Cat’s Cradle — Kurt Vonnegut — Contents
I let the three children of Dr. Felix Hoenikker into “Papa” Monzano’s bedroom. I closed the door and put my back to it. My mood was bitter and grand. I knew ice-nine for what it was. I had seen it often in my dreams.
There could be no doubt that Frank had given “Papa” ice-nine. And it seemed certain that if ice-nine were Frank’s to give, then it was Angela’s and little Newt’s to give, too.
So I snarled at all three, calling them to account for monstrous criminality. I told them that the jig was up, that I knew about them and ice-nine. I tried to alarm them about ice-nine’s being a means to ending life on earth. I was so impressive that they never thought to ask how I knew about ice-nine.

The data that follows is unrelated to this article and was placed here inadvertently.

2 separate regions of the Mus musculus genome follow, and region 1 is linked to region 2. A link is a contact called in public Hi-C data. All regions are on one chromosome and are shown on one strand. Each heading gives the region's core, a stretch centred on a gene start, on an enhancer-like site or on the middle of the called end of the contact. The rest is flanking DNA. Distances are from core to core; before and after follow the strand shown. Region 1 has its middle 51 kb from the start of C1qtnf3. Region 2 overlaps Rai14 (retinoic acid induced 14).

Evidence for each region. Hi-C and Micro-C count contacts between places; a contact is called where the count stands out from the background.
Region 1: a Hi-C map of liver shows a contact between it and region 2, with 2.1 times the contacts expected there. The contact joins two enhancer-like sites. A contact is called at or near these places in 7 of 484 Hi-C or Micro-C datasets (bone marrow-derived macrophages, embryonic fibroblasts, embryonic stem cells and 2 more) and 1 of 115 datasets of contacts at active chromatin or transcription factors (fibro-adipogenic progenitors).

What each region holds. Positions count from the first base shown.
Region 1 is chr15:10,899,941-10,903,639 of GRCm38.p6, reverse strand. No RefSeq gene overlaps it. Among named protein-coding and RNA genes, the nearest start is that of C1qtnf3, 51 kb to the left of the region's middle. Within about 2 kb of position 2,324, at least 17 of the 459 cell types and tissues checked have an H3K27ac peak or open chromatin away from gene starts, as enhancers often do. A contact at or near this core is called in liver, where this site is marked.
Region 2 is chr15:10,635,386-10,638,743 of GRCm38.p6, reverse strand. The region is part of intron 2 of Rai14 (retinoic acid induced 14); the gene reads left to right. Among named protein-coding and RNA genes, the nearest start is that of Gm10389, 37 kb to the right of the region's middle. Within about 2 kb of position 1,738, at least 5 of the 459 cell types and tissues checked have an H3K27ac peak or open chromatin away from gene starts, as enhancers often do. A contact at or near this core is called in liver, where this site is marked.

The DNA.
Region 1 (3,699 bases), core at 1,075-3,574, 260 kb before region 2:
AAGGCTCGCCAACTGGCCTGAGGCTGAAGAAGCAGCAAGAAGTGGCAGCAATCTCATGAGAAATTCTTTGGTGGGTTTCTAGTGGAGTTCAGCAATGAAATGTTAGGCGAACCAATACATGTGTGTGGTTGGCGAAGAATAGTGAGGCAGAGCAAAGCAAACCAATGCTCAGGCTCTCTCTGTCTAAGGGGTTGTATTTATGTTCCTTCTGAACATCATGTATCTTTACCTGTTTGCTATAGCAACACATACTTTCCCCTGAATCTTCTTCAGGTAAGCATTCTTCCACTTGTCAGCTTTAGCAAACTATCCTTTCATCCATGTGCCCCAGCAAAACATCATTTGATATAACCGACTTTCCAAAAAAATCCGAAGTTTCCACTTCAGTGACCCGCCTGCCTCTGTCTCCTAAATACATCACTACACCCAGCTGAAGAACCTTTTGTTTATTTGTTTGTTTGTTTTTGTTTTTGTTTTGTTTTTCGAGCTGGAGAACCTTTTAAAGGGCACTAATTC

“Feast your eyes!” I said.
Well, as Bokonon tells us: “God never wrote a good play in His Life.” The scene in “Papa’s” room did not lack for spectacular issues and props, and my opening speech was the right one.
But the first reply from a Hoenikker destroyed all magnificence.
Little Newt threw up.